Activity Introduction

Quick summary: This lesson explores the impact of changing river volumes, floodplain terrain, and prevention and mitigation interventions on communities that are prone to experiencing floods. Students will observe and study flood dynamics and how they can impact communities, and then trial a range of interventions.

Subjects: Science.

Year Level: 6.

Teaching Time: 60 minutes.

This lesson is part of the wider unit of work Resilient Australia: Building Resilience To Natural Disasters – Primary.

Related Professional Development: We encourage you to undertake the free PD Course How to teach a unit on fire and flood resilience for tips on how to best deliver this lesson.

If you’re concerned about the challenging nature of these topics, consider the free PD Course How to approach trauma in the classroom for information on how best to support your students.

21st-century skills: 

Critical ThinkingProblem FindingTeam Work  

Australian Curriculum Mapping

Content descriptions: 

Year 6 Science:

  • Sudden geological changes and extreme weather events can affect Earth’s surface (ACSSU096)
  • Scientific knowledge is used to solve problems and inform personal and community decisions (ACSHE100)

Relevant parts of Year 6 Science achievement standards: Students describe and predict the effect of environmental changes on individual living things. They explain how natural events cause rapid change to Earth’s surface. They describe and predict the effect of environmental changes on individual living things.

Students follow procedures to develop investigable questions and design investigations into simple cause-and-effect relationships.

Syllabus outcomes: ST3-7PW, ST3-9ES

General capabilities: Critical and Creative Thinking.

Cross-curriculum priority: Sustainability.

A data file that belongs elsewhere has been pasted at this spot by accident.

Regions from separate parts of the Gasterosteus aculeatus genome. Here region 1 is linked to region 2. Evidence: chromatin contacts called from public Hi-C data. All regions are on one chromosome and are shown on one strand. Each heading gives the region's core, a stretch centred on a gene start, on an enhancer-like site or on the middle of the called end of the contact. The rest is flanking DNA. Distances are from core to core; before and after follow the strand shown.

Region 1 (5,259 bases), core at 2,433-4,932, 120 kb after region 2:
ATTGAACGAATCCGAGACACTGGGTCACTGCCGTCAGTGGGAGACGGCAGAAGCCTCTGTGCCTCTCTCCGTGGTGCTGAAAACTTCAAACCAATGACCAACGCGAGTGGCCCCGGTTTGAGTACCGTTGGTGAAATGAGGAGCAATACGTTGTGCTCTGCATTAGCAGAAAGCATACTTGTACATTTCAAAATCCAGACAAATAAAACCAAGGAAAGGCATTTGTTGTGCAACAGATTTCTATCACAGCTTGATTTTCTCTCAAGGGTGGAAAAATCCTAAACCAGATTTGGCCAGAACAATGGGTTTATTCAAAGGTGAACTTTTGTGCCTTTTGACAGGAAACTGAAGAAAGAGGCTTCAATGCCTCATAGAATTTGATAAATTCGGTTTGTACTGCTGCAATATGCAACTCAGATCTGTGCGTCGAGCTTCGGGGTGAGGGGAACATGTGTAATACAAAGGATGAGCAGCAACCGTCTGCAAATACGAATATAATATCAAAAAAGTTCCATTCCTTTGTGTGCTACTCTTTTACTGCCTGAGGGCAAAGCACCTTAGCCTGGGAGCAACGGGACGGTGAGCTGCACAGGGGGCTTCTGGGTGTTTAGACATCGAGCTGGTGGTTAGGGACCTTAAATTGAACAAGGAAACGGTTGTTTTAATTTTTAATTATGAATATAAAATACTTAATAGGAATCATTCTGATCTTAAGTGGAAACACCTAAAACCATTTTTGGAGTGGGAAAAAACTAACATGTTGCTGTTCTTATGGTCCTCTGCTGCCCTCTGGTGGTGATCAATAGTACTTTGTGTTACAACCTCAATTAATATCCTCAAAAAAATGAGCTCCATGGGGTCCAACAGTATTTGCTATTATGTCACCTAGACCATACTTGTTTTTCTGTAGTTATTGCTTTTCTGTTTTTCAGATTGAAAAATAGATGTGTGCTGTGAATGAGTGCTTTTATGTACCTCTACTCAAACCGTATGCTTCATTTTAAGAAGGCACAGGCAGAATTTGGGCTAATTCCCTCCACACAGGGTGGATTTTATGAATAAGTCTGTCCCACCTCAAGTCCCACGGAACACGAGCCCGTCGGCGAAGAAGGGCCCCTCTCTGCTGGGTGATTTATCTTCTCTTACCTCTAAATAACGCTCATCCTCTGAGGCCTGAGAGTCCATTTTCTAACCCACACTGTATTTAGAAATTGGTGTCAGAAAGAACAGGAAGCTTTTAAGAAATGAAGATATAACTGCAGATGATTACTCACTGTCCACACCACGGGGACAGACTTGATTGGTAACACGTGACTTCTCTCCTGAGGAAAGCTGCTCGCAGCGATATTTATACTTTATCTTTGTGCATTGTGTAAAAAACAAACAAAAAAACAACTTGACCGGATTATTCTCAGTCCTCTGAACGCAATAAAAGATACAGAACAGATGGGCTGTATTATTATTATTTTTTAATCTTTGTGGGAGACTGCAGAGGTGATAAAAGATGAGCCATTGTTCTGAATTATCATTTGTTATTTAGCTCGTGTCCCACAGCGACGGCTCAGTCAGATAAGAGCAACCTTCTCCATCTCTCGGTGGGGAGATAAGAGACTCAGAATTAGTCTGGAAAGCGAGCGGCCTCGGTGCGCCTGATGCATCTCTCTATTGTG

Level of teacher scaffolding: Medium – The teacher may need to help some groups set up the riverbed models and carve the river which will flow down it.

Resources required:

  • Art supplies to build a few model houses (cardstock, pencil, ruler, tape, scissors, colour pencils)
  • Device capable of presenting a video to the class
  • Jug or large tub for pouring water
  • Riverbed model (large plastic tub, large disposable aluminium baking pan, 1kg of soil or sand, book or wooden block to prop up the plastic tub)
  • Riverbed model for teacher demonstration (large plastic tub, large disposable aluminium baking pan, ˜1kg of green modelling clay, soil and sand, book or wooden block to prop up the plastic tub)
  • Riverbed template (optional)

Cool Australia’s curriculum team continually reviews and refines our resources to be in line with changes to the Australian Curriculum.


Teacher Worksheet

Teacher Preparation

Learning intentions: Students will ...

  • … understand that deforestation attributed to human behaviour is increasing the likelihood of floods.
  • … observe how the shape of the riverbed can have a major influence on where flooding may occur.

Success criteria: Students can …

  • … make a model and test out their designs to create solutions to overflowing rivers.
  • … identify and prepare for flooding events by designing dams, levees and dikes to protect people and property when flooding occurs.

Teacher content information:

Handling sensitive topics:

While presenting the lesson, you may notice that students could develop heightened emotions as you uncover the physical and psychological effects of hazards and disasters. Resilience, rebuilding and hope are essential learnings from the lessons. Therefore, it is vital to create a psychologically safe place for students to discuss and debrief, should they need to. The tasks can be activating for some students a

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